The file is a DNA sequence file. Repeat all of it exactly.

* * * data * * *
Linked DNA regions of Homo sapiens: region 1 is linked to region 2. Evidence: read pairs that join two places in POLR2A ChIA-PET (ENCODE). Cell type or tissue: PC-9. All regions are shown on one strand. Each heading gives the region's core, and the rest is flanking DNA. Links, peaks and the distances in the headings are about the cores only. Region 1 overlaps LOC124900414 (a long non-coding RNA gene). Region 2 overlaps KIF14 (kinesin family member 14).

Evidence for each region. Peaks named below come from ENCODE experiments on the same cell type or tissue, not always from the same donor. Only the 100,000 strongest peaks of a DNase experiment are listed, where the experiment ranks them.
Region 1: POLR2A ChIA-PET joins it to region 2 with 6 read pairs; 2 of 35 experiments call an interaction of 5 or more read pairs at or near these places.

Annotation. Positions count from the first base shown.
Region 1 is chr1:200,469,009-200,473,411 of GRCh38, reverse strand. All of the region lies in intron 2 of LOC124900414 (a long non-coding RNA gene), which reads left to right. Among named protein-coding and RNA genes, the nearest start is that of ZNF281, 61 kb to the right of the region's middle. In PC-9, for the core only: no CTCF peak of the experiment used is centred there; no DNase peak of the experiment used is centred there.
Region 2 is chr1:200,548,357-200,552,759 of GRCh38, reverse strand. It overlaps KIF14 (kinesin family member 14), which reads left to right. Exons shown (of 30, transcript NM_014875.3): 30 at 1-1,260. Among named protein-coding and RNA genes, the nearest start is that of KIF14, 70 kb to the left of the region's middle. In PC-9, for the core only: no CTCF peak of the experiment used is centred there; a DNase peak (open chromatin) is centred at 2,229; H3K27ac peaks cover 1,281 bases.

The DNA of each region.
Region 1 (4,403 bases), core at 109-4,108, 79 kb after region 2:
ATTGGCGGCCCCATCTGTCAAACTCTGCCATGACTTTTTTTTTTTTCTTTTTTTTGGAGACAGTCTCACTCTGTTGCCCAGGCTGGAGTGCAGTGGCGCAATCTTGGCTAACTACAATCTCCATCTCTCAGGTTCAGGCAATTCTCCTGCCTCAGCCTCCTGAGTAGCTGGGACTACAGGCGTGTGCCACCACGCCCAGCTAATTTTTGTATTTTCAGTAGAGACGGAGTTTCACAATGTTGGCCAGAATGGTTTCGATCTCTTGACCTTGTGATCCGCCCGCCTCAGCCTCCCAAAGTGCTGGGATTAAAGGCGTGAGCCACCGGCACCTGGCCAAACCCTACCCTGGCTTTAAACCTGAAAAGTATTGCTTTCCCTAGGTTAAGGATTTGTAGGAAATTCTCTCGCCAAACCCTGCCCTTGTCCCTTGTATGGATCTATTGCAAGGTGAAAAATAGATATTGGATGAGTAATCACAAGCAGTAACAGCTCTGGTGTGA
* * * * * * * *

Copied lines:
Linked DNA regions of Homo sapiens: region 1 is linked to region 2. Evidence: read pairs that join two places in POLR2A ChIA-PET (ENCODE). Cell type or tissue: PC-9. All regions are shown on one strand. Each heading gives the region's core, and the rest is flanking DNA. Links, peaks and the distances in the headings are about the cores only. Region 1 overlaps LOC124900414 (a long non-coding RNA gene). Region 2 overlaps KIF14 (kinesin family member 14).

Evidence for each region. Peaks named below come from ENCODE experiments on the same cell type or tissue, not always from the same donor. Only the 100,000 strongest peaks of a DNase experiment are listed, where the experiment ranks them.
Region 1: POLR2A ChIA-PET joins it to region 2 with 6 read pairs; 2 of 35 experiments call an interaction of 5 or more read pairs at or near these places.

Annotation. Positions count from the first base shown.
Region 1 is chr1:200,469,009-200,473,411 of GRCh38, reverse strand. All of the region lies in intron 2 of LOC124900414 (a long non-coding RNA gene), which reads left to right. Among named protein-coding and RNA genes, the nearest start is that of ZNF281, 61 kb to the right of the region's middle. In PC-9, for the core only: no CTCF peak of the experiment used is centred there; no DNase peak of the experiment used is centred there.
Region 2 is chr1:200,548,357-200,552,759 of GRCh38, reverse strand. It overlaps KIF14 (kinesin family member 14), which reads left to right. Exons shown (of 30, transcript NM_014875.3): 30 at 1-1,260. Among named protein-coding and RNA genes, the nearest start is that of KIF14, 70 kb to the left of the region's middle. In PC-9, for the core only: no CTCF peak of the experiment used is centred there; a DNase peak (open chromatin) is centred at 2,229; H3K27ac peaks cover 1,281 bases.

The DNA of each region.
Region 1 (4,403 bases), core at 109-4,108, 79 kb after region 2:
ATTGGCGGCCCCATCTGTCAAACTCTGCCATGACTTTTTTTTTTTTCTTTTTTTTGGAGACAGTCTCACTCTGTTGCCCAGGCTGGAGTGCAGTGGCGCAATCTTGGCTAACTACAATCTCCATCTCTCAGGTTCAGGCAATTCTCCTGCCTCAGCCTCCTGAGTAGCTGGGACTACAGGCGTGTGCCACCACGCCCAGCTAATTTTTGTATTTTCAGTAGAGACGGAGTTTCACAATGTTGGCCAGAATGGTTTCGATCTCTTGACCTTGTGATCCGCCCGCCTCAGCCTCCCAAAGTGCTGGGATTAAAGGCGTGAGCCACCGGCACCTGGCCAAACCCTACCCTGGCTTTAAACCTGAAAAGTATTGCTTTCCCTAGGTTAAGGATTTGTAGGAAATTCTCTCGCCAAACCCTGCCCTTGTCCCTTGTATGGATCTATTGCAAGGTGAAAAATAGATATTGGATGAGTAATCACAAGCAGTAACAGCTCTGGTGTGA